Monday, February 23, 2009

Technology bias

In her comment on my previous post, Gaia Bernstein asks an important question:

The question is should the autonomy of scholars be constrained and their efforts be directed to areas of law where their insights would be most effective?
Actually, I agree with Gaia, that the answer is "no." I am not attempting to cramp the autonomy of legal scholars to write about what they wish, only to encourage greater self-reflection.

No single article or author writing about virtual worlds is doing any wrong or harm. Having read 126 such articles, many of them are very interesting - as I have said previously, I love legal hypotheticals involving new technologies. I am not the only one - analysis of legal issues surrounding new technologies (from virtual worlds to genetics) can often be found in the mainstream media. And no-one is harmed by an exploration of how transactions concerning a moon platform or a virtual mace are classified from a legal perspective.

But there are concerns that result from legal scholars' interest in technology. The first is that raised by Beebe, it allows lawyers to pretend that law is still in control. We "domesticate" technological innovation by analysing it in legal terms.

Interest of this sort is usually short-lived, so that we still have cyberlaw (though much of this is being assimilated) and virtual law, but no longer railroad law. And we now expore property concepts by testing them against virtual objects rather than space platforms. If the point is to understand "property" better, why no longer space platforms?

The other concern is that legal scholars might focus on technological aspects of particular issues, while ignoring broader questions. It is one thing to say that the law can control technological monsters, but another to see only technological monsters.

For example, technology might be portrayed as a “monster” while analogous non-technological threats recede into the background. Consider Frank Pasquale’s discussion on this blog and in a previous article of the dangers of technologies that offer competitive advantage. As I said in my comment, I personally find the idea of neurocosmetics pretty horrific. But I have no trouble using parenting techniques to manipulate my childrens' personalities. In using such techniques, I am taking advantage of my children’s neuroplasticity to alter (to some extent at least) their future "selves." In this way, parenting can operate as an alternative path to the ends achieved by neurocosmetics. But parenting is not “scary,” not even if I know that it gives some children an “advantage” over children whose parents, perhaps due to socio-economic disadvantage, lack the resources to learn and utilise various parenting strategies. Which leads back to the question, if the concern is competitive advantage, is it reasonable to focus on the newest technological means of gaining a competitive advantage? Frank would say "yes" because

Technology is often far more sudden, effective, and commodifiable than social or cultural methods of accomplishing ends.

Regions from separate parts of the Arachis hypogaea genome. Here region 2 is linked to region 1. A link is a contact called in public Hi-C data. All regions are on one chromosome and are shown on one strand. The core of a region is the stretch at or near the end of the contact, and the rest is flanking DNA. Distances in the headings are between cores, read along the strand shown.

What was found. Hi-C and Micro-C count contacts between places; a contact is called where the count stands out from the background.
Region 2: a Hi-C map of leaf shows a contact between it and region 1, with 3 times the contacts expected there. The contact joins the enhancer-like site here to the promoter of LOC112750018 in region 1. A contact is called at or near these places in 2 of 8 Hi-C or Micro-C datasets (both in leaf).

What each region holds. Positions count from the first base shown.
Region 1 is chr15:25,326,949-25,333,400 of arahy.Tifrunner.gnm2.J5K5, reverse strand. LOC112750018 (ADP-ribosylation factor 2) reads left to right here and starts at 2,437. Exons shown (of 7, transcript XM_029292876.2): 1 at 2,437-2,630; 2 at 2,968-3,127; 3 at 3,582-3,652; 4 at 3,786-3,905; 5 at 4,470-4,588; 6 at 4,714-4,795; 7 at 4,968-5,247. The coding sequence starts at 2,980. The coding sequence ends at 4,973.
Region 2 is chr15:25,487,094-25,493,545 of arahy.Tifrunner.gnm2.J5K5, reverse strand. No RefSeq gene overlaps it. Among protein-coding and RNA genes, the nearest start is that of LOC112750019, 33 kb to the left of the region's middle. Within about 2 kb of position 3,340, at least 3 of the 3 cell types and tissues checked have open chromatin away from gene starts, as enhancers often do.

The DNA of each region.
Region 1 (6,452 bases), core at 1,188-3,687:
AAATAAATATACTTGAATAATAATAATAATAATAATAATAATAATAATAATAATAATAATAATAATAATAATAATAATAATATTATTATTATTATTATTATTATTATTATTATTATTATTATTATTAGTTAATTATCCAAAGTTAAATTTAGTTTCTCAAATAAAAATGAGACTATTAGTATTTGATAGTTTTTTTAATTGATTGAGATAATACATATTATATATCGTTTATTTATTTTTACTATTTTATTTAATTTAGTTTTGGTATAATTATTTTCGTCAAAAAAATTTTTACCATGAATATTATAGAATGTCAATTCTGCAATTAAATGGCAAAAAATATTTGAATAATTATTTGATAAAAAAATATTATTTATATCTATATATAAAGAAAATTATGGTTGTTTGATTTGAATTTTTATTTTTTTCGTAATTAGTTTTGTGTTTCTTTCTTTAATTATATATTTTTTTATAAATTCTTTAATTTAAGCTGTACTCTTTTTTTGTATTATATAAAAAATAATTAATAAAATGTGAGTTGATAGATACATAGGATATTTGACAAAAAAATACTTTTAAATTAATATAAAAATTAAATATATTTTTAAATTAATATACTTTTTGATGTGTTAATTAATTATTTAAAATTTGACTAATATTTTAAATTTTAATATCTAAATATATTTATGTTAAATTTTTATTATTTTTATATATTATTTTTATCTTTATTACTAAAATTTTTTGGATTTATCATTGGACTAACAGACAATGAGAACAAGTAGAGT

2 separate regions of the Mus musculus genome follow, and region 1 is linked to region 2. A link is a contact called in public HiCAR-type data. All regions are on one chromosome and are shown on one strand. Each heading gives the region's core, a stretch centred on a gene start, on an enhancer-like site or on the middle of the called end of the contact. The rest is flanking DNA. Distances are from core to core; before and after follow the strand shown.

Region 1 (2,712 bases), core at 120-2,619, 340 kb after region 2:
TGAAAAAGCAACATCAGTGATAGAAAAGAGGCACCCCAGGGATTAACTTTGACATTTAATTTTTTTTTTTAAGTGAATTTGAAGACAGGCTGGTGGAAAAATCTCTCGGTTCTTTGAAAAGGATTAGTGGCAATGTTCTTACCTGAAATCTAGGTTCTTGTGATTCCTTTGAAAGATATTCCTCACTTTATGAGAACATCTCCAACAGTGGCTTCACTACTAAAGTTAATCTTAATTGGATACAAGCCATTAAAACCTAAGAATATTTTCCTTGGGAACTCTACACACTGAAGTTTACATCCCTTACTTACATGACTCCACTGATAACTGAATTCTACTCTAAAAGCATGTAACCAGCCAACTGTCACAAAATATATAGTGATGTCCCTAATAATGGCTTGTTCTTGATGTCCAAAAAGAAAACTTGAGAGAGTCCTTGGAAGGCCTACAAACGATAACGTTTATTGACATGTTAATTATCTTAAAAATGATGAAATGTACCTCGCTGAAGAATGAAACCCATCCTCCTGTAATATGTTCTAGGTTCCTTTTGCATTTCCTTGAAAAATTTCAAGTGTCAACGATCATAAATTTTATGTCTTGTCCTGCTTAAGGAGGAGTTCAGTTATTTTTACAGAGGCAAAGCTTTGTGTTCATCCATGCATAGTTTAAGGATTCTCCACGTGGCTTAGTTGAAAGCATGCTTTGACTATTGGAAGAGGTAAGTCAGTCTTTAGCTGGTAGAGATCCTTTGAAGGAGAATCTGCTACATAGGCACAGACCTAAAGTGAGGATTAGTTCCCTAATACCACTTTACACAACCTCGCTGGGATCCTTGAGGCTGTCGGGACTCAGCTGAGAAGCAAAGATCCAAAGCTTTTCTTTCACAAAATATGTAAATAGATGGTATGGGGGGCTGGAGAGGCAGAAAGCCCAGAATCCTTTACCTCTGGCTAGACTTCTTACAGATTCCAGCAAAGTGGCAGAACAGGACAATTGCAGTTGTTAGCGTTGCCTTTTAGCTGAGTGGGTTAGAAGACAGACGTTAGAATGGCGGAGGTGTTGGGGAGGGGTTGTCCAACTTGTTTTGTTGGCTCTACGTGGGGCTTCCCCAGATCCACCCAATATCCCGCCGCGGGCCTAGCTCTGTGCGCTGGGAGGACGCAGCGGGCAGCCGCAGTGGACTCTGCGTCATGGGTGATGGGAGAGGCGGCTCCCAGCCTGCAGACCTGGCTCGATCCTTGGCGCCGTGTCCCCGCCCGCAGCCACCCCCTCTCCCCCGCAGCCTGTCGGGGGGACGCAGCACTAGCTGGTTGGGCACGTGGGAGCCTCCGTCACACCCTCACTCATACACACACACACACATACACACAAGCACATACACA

This suggests that technological means to achieving competitive advantage are of more concern than non-technological means. But it might be argued that a technological focus also deflects attention away from the (currently) greater social problem. I would perhaps justify a technological focus in a different way in this case - absent a rejection of capitalism in its current form, the only regulation likely is restrictions on technological means of gaining competitive advantage. Thus I am not saying that a technological focus might not be constructive nor that a particular article cannot choose to focus on technological aspects of a problem. But by focusing on the technological, we should not ignore the non-technological. In other words, it is important to consider the broader question about competitive advantage, in particular any other aspects of it that can realistically be limited. We should still consider, for example, whether students ought to be obliged to disclose the use of tutoring colleges when applying for university or jobs.

Even where the problem is not containing technological "monsters," but merely exploring uncertainties or filling legal gaps, it is important to justify a technological focus. I have tried to do this in Recurring Dilemmas and Why Have a Theory of Law and Technological Change. Others will judge my efforts. One interesting observation I made, though, was the tendency for lawmakers to use technological change as an excuse to change a law where that is not the real or only reason they wish to do so. We are used to the story of law falling behind technology and needing to be updated. While this narrative is sometimes pertinent, it is important to remain vigilant as to the bias it can cause. In some cases, portraying a new technology as the problematic element is used to advance a particular perspective. For example, digital copying and peer-to-peer technologies have been portrayed by organisations like the RIAA as requiring "updating" of copyright law (eg the DMCA). The narrative is one of an existing status quo, upset by technological change, requiring new laws to ensure reversion to the status quo. The DMCA may or may not be a good idea, but portraying technology as the disruptive element in need of a legal "fix" is not the only story to be told.

So, what lessons to draw? I am still unsure which aspects of virtual world scholarship can fairly be distinguished from golden age space law. But I think it is an important question to ask. Given our autonomy, why do we so often choose to explore legal issues surrounding new technologies? What justifications can we offer to counter any dangers of an overly technological focus?

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